Monday, August 22, 2011

USC Greeks Disagree with University Policy

Fraternities fire back, ask for audit of Office of Greek Life

Statement approved by 12 fraternities bashes University action

By Josh Dawsey , Editor-in-Chief
After USC officials halted fraternity rush late Thursday, Greek leaders approved a four-page statement that blasted university officials and called for a mediation meeting with USC's board of trustees and a university audit of the Office of Greek Life.

The statement, obtained late Sunday night by The Daily Gamecock, calls the Office of Greek Life "inefficient, ineffective and in violation of university law." It further says USC wrongfully terminated rush activities, didn't communicate effectively with students, was unprofessional in its dealing with students and inconsistent in enforcing disciplinary measures.

The statement says the greater university community has a negative image of the office and says the office has "pushed the alcohol consumption far too 'underground' within the community, making it impossible for organizations and the university to address the issues realistically and provides resources relating to it."

It asks USC officials to scale back their "escalation of policies" and "tone down their use of aggressive tactics and join us in a period of reflection."

The statement was presented to fraternity presidents in a private meeting inside the Kappa Alpha house Sunday night. It was approved by 12 of the 18 Interfraternity Council presidents via a text message vote as of late Sunday night, said Dane O'Neill, secretary of Greek Affairs for Student Government.

That number was confirmed with several other sources present at the meeting.

Katie Thompson, USC's student body vice president, delivered the statement to fraternity presidents along with O'Neill and Mitchell Jackson, her chief of staff.

The other six IFC fraternities didn't respond either way but "seemed pretty gung ho about the statement to begin with," O'Neill said. National Panhellenic Fraternity Council members didn't vote on the resolution because their efforts weren't affected by the university decision. Those groups "intake" members and don't recruit.

"I hope the statement becomes the source of a lot of good things and discussion," Thompson said. "And I hope it creates a much more beneficial relationship between students and the Office of Greek Life."

Jerry Brewer, USC's associate vice president for student affairs, said the university "looks forward to any inquiry anyone has about this."

Brewer further said the Office of Greek Life has done "absolutely nothing wrong."

"We didn't serve liquor to anybody," he said.

Anna Edwards, USC's director of student services, said she was "floored" by the statement.

"I believe in the health and safety of our students and the integrity of our system," Edwards said.

The statement comes on the eve of a series of public forums scheduled by the university to discuss its decision to halt fraternity rush. The forums - scheduled to begin Monday at 4 p.m. inside the Russell House Theater and finish Tuesday evening - are being used to get public input, according to university officials.

USC officials said early Sunday that they hope to decide whether fraternity rush - for some or all groups - can proceed by Wednesday afternoon after a series of forums and private meetings scheduled for the next two days.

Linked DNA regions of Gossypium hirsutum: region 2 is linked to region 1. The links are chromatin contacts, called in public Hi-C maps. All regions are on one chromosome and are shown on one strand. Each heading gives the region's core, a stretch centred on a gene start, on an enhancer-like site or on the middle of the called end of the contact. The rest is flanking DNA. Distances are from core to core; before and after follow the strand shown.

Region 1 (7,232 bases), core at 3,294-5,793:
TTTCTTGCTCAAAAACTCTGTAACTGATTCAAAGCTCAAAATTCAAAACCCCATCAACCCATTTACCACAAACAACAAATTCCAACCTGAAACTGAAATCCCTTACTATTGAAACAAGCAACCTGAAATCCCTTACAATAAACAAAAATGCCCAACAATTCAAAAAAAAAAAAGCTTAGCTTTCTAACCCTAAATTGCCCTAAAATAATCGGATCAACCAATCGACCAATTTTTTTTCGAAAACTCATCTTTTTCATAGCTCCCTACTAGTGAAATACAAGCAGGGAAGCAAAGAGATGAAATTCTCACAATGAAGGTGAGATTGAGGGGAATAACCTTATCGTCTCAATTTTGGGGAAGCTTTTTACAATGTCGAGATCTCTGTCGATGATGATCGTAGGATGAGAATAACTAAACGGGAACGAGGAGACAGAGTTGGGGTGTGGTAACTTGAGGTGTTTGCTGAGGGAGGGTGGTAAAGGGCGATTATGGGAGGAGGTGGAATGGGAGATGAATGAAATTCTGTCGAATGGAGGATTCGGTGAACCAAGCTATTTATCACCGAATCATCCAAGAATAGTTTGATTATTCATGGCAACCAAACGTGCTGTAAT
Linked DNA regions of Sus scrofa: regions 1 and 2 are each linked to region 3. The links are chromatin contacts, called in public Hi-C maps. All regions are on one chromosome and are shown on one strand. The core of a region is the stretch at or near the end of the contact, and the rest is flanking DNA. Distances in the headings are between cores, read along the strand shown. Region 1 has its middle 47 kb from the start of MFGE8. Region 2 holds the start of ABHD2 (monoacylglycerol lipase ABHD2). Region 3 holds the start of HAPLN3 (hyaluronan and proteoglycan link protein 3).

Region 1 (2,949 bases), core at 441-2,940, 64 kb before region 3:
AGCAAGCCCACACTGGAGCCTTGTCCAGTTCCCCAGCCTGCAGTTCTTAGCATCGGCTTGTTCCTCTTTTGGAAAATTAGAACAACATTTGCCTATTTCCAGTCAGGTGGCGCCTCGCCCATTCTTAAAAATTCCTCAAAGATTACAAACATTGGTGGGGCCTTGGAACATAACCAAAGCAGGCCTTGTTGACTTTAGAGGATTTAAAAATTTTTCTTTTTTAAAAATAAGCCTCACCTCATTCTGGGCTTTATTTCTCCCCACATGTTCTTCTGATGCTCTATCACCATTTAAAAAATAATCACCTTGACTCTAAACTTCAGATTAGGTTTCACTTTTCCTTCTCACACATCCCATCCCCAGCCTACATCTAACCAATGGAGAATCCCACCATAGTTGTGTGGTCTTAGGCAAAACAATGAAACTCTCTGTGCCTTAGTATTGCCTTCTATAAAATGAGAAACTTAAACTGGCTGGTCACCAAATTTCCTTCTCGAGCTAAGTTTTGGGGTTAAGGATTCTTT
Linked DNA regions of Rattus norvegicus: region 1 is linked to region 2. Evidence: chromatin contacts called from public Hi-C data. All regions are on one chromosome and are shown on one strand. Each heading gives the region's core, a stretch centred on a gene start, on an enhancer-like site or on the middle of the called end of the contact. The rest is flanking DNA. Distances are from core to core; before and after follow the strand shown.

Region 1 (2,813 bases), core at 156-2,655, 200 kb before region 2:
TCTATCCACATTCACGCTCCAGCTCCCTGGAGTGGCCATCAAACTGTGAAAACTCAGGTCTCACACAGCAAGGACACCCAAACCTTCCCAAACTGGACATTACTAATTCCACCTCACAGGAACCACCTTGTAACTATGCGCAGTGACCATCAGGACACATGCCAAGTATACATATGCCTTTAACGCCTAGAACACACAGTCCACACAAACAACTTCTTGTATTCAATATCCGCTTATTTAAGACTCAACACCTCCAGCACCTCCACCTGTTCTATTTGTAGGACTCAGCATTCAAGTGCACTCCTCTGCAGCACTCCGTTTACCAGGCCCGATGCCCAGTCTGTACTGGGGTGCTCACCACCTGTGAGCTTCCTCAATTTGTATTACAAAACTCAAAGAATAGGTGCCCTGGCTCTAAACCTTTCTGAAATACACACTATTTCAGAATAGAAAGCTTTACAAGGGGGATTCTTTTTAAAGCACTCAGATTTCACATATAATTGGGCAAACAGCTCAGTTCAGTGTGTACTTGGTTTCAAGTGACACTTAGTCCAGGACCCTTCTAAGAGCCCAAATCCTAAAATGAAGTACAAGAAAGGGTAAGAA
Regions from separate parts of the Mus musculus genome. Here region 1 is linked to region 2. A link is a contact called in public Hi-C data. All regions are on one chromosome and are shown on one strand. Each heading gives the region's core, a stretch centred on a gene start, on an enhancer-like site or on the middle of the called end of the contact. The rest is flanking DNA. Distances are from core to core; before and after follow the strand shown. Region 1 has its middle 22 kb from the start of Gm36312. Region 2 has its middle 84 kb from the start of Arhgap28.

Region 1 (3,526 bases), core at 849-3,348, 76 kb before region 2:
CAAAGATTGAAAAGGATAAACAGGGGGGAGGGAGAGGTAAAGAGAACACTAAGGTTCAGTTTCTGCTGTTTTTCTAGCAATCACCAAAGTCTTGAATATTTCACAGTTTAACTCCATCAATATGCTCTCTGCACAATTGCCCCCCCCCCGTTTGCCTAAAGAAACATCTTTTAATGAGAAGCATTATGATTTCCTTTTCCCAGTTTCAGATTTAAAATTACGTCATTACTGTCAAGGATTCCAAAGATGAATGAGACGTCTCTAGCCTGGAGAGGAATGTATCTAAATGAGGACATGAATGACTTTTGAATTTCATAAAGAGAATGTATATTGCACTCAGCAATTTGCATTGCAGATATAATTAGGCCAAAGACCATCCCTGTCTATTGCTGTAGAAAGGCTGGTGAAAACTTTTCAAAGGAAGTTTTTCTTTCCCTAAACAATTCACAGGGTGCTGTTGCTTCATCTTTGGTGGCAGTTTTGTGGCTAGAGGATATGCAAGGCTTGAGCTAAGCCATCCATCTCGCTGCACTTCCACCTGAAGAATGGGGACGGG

But next steps will hinge on whether Greek leaders promise to reverse a longtime culture of booze-soaked fraternity rush and implement a series of reforms that can stop similar situations in the future, Edwards said.

"I want a long-term culture change," Edwards said. "I don't want to hear the same things I've heard from Greek leaders over the past few days."

And those leaders must gain credibility with university officials they've previously lost for lying, Brewer. He said the "moral compass" of those in fraternity life has now shifted to a place USC can't condone.

"We have always had incidents where people drink themselves to the point where they need medical assistance," Brewer said. "But it's unprecedented the number of incidents we've had before school even started."

Students criticized the university over the weekend for suddenly cracking down on actions they say have long been accepted. Greek leaders privately say alcohol was no more part of rush this year than in years past and that cracking down with such drastic steps punishes hundreds of students who don't deserve punishment.

But Brewer said anyone who said USC has ever ignored such behavior needs to "get real."

"You can talk to anyone I've dealt with over the past 10 years, and they'll tell you I'm consistent as the day is long," Brewer said early Sunday.

Officials say the decisions to halt fraternity rush were made after six fraternities were reported for allegedly violating alcohol policies. According to USC officials, a student was taken "unresponsive" to a local hospital. Another freshman student was arrested near Columbia Hall for breaking a window after drunkenly returning from a fraternity's party.

The six fraternities have now been identified by USC officials as Alpha Tau Omega, Delta Tau Delta, Kappa Sigma, Pi Kappa Phi, Sigma Phi Epsilon and Sigma Nu.

Download the statement at
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